A state investment in early psychosis treatment would benefit patients — and Texas, too

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Given the opportunity to dramatically change the course of a young person’s life for the better, most people would pursue it. Unfortunately, many young people experiencing early episodes of psychosis in Texas aren’t able to access the treatment and care that could give them that opportunity. Going forward, the state of Texas has the opportunity to fill this gap for individuals, families and communities across the state.

Nationwide, about 100,000 young people experience psychosis each year. Psychosis is defined as a disruption in a person’s thoughts and perceptions that makes it difficult for them to realize what is real and what isn’t. For a young person who experiences psychosis related to schizophrenia, these changes come gradually, and are frightening and confusing.  But research has shown that Coordinated Specialty Care (CSC), a team-based approach that encourages shared decision-making about treatment and recovery goals, can make a dramatic difference for these young people, helping them get their lives back on track. Also, of great importance, CSC treatment involves family members as much as possible.

Texas has 10 programs and 12 teams that now offer CSC treatment for youth and young adults experiencing psychosis related to schizophrenia. Beyond recovery-oriented therapy and medication management, CSC programs include case management, supported education and employment, peer and family support and education. Each component of the program is provided by a team of specially trained professionals who help individuals get back on track and realize their goals, like finishing school or returning to work.

Research shows that individuals with early psychosis who receive CSC (in comparison to traditional treatment) experience greater improvement in their symptoms, relationships, quality of life, work or school involvement and treatment engagement. It also shows that the sooner young people get treatment, the greater the improvements: symptom alleviation, employment linkages, social and family engagement, and a wide range of other positive indicators.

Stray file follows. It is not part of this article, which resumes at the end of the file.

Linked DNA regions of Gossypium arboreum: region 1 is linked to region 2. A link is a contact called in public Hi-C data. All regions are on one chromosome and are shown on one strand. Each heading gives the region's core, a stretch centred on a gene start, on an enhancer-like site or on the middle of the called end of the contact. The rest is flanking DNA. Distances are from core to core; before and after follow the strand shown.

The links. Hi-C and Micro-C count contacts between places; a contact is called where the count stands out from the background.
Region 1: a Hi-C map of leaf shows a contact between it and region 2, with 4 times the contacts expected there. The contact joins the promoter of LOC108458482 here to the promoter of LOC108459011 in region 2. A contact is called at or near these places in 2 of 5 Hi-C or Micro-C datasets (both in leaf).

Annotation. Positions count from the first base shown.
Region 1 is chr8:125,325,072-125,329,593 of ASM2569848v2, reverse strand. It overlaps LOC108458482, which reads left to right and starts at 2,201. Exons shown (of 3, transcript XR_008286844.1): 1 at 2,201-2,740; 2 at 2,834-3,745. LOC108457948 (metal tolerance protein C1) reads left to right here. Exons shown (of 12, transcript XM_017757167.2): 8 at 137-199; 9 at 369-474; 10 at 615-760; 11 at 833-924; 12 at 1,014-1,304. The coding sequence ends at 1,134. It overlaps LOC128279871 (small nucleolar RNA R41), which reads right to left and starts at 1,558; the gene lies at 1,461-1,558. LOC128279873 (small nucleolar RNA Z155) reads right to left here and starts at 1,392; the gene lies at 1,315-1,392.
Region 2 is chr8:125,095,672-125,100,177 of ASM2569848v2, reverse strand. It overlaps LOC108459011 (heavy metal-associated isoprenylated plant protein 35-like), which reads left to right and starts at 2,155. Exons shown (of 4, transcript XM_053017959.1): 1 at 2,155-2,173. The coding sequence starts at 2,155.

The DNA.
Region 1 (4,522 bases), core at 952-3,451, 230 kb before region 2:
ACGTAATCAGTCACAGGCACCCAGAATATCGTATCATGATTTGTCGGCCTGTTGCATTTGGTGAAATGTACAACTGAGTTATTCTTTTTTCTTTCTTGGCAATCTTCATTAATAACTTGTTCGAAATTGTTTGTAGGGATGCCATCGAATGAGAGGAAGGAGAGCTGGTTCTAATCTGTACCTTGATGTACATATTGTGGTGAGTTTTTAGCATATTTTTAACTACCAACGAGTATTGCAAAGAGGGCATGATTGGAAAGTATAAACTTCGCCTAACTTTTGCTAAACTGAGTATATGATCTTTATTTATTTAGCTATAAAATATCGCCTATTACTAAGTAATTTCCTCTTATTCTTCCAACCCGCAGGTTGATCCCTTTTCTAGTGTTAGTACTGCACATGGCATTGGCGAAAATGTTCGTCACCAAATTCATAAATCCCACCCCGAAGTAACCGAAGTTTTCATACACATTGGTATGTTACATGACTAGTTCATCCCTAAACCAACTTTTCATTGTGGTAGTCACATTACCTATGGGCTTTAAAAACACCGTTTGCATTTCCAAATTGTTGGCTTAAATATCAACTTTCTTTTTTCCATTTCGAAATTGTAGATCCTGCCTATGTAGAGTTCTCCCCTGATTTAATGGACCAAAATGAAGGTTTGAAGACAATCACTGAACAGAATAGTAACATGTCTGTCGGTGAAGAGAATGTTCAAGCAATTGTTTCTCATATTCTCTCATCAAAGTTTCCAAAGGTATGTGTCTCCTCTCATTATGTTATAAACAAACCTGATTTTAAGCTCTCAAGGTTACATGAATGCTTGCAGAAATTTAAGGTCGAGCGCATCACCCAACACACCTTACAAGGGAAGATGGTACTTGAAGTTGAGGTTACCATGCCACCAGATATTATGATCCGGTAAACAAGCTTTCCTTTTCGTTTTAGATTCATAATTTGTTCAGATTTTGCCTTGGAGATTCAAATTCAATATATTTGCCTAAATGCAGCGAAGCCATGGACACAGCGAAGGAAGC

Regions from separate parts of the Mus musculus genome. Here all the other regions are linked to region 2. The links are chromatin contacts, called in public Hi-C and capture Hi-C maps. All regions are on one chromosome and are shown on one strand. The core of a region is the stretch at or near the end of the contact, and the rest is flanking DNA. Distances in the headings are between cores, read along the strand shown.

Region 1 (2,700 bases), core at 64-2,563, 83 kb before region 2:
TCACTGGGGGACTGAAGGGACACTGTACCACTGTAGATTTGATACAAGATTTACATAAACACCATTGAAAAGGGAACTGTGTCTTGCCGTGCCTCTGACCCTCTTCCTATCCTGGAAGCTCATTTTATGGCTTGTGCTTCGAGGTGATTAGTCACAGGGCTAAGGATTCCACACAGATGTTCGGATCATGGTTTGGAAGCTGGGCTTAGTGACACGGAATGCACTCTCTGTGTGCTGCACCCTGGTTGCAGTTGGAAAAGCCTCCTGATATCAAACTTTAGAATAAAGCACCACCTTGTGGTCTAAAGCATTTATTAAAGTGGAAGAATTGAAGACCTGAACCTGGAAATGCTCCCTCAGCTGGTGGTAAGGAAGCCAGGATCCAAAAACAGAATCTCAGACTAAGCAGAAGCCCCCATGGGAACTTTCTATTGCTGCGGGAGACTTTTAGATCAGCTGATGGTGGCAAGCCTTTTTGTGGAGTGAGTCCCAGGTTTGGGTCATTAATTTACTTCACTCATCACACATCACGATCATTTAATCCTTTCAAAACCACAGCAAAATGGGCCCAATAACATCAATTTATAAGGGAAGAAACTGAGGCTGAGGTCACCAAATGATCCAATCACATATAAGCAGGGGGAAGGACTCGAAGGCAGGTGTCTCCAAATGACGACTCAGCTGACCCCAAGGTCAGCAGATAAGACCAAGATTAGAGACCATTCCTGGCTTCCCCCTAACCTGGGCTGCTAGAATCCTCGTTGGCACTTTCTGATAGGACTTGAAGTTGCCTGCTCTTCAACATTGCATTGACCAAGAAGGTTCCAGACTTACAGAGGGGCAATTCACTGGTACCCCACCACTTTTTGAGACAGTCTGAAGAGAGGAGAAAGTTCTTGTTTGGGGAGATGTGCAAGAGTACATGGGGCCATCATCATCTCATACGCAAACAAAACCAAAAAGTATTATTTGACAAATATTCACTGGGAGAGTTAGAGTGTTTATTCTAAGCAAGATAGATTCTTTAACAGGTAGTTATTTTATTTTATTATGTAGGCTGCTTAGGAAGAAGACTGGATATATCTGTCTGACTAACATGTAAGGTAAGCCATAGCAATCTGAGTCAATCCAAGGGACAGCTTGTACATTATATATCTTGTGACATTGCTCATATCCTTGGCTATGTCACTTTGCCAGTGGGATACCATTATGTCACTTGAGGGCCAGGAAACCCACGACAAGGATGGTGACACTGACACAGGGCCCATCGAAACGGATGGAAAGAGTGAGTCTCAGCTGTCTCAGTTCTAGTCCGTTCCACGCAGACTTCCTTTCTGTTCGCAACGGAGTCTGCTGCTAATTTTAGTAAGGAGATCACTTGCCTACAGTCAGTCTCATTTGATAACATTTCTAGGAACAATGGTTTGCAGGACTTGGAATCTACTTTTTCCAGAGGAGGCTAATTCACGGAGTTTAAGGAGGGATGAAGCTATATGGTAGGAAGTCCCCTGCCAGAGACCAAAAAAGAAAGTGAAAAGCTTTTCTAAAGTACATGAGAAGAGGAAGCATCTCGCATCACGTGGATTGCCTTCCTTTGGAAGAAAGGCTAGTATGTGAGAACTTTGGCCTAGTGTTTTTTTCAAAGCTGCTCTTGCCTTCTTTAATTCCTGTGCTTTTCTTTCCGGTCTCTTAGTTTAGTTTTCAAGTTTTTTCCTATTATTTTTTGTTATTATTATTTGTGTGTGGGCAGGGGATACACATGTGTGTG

Unfortunately, the state’s 10 programs and 12 teams are not adequate to serve the population of youth and young adults who could benefit from CSC programs now and in the future throughout Texas.

Because early intervention and treatment are key to achieving the best outcomes for people experiencing their first episodes of psychosis, it is critical to expand these programs throughout the state. To do so, significant support is necessary to expand and sustain CSC programs.

Congress now supports these programs by requiring that 10 percent of the state’s Mental Health Block Grant funds be used to help expand CSC programs for early psychosis. That set-aside provides an initial investment for these programs, which can be supplemented by government and private funding.

The benefits of investment in CSC programs to treat early psychosis go beyond improving individuals’ quality of life — it can also help improve state and community budgets in the long run. Schizophrenia costs the U.S. economy an estimated $155.7 billion a year in direct health care costs, unemployment and lost productivity for caregivers. Crisis-driven care for people with serious mental illness, including schizophrenia, sadly leads to high rates of unemployment, school drop-out, homelessness, incarceration, suicide and early death.

Individuals who complete CSC programs have higher rates of school completion and of employment compared to their counterparts not participating in these programs. Although the cost of these programs is slightly higher than the traditional course of treatment, adequately funding CSC programs for early psychosis can produce better clinical and quality of life outcomes, making it a better value in the long term. At a time of uncertain revenue projections and tightening budgets, investing in supportive services and early intervention can help Texas reduce spending on costlier alternatives — in addition to the incredible benefit to young adults and their families.

Every young person deserves hope and recovery. To accomplish this, Texas must address funding for CSC programs and make them available in every corner of this great state. Texans do not turn their backs on others in need. Let’s invest in our future and give young adults the opportunity for recovery and hope for their future.

The University of Texas at Austin, UT-San Antonio and the UT Health Science Center at San Antonio have been financial supporters of The Texas Tribune, a nonprofit, nonpartisan news organization that is funded in part by donations from members, foundations and corporate sponsors. Financial supporters play no role in the Tribune's journalism. Find a complete list of them here.

Holly Doggett

Executive director, National Alliance on Mental Illness Texas

Dr. Octavio N. Martinez Jr.

Executive director, Hogg Foundation for Mental Health

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